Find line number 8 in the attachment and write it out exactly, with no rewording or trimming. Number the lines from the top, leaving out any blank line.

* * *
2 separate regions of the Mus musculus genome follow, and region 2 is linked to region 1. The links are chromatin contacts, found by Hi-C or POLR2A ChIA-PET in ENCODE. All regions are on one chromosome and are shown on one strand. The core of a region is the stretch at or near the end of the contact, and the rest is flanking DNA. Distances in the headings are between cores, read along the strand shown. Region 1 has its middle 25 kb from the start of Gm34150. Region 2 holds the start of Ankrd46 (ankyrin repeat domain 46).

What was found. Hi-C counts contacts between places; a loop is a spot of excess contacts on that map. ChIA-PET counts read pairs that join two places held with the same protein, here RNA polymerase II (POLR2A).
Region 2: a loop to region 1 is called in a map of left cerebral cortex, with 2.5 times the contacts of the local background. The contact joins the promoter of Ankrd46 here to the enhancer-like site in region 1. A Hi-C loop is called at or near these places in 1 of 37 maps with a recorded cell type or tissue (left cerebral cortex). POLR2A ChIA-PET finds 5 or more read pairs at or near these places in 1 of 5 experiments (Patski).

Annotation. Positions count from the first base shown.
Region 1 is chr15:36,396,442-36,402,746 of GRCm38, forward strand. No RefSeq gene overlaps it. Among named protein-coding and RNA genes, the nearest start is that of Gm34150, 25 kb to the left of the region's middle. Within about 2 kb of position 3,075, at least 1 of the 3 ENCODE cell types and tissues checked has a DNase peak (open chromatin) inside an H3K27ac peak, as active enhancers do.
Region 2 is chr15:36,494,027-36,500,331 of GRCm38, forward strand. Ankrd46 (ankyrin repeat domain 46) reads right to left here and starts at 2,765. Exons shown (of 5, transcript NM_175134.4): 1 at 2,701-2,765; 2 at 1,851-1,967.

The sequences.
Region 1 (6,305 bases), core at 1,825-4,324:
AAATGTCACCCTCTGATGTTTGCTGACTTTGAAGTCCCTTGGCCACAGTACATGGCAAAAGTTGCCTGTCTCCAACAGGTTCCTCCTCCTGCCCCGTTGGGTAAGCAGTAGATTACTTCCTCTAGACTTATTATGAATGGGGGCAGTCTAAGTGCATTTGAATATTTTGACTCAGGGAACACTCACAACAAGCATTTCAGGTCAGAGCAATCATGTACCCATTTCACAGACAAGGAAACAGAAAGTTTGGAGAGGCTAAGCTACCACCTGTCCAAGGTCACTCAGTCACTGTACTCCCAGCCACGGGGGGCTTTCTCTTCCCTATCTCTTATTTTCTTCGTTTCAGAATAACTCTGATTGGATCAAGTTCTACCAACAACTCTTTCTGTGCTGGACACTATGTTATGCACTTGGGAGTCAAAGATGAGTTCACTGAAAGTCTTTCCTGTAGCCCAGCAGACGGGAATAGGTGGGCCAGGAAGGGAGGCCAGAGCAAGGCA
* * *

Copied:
Region 1 (6,305 bases), core at 1,825-4,324: